18 March 20203 minute read

US HHS issues waiver of certain HIPAA sanctions and penalties amidst COVID-19

Following declarations of a public health emergency and national emergency, the Secretary of the Department of Health and Human Services (HHS) has used its emergency authority under Section 1135 of the Social Security Act to waive sanctions and penalties for certain provisions of the Health Insurance Portability and Accountability Act (HIPAA) for certain covered hospitals.  The waiver was issued and effective March 15 at 6:00 pm and is available on the HHS website.

The public health emergency was declared for the entire United States, so the waiver applies nationally.  However, it only applies to hospitals that have instituted a disaster protocol and it is only effective for 72 hours after the protocol is implemented.  Where these conditions are met, HHS will not enforce penalties or sanctions for noncompliance with the following obligations of the HIPAA Privacy Rule:

  • The requirement to obtain a patient’s agreement to speak with family members or friends involved in the patient’s care (42 CFR 163.510(b)).
  • The requirement to honor a request to opt out of the facility directory (42 CFR 164.510(a)).
  • The requirement to distribute a notice of privacy practices (42 CFR 164.520).
  • The patient’s right to request privacy restrictions (45 CFR 164.522(a)).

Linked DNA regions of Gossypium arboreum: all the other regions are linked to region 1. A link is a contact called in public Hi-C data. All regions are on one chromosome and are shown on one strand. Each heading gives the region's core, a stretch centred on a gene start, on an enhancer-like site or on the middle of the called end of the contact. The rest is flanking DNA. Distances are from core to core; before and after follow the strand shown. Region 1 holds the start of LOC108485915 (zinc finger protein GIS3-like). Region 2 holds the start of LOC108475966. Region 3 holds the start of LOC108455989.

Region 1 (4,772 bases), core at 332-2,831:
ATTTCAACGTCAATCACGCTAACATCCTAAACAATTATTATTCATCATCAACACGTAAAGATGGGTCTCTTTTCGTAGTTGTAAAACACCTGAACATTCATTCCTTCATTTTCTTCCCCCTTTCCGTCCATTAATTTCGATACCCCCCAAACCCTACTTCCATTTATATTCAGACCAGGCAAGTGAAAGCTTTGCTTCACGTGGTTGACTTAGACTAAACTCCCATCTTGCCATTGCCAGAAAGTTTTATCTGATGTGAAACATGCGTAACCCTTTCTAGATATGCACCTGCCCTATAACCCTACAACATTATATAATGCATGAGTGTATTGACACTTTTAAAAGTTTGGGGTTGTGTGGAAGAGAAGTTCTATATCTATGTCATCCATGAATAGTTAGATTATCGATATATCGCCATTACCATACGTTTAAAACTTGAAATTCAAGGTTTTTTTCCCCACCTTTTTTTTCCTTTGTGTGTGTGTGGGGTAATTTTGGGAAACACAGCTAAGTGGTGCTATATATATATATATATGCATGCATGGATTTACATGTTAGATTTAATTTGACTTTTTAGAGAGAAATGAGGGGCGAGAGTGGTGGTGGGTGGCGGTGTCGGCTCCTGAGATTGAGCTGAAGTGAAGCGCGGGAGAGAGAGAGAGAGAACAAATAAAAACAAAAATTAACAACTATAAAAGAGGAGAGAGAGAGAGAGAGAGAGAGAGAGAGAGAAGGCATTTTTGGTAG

• The patient’s right to request confidential communications (45 CFR 164.522(b)). 

Hospitals that have not instituted their disaster protocol and other HIPAA covered entities are still subject to standard penalties and sanctions for noncompliance.  The waiver is effective for 60 days or until termination of either the HHS declaration of public health emergency or the presidential declaration of national emergency.  The waiver’s termination will return covered hospitals to standard compliance requirements even if a hospital’s disaster protocol is still in force.  

The HHS bulletin issuing the waiver also reminds covered hospitals that HIPAA permits sharing of patient information under certain circumstances, including for treatment and public health purposes.   For more information on permissible disclosures to public health authorities, see our client alert HIPAA and the Coronavirus.


To learn more, please contact any members of the Healthcare team or your regular DLA Piper attorney.

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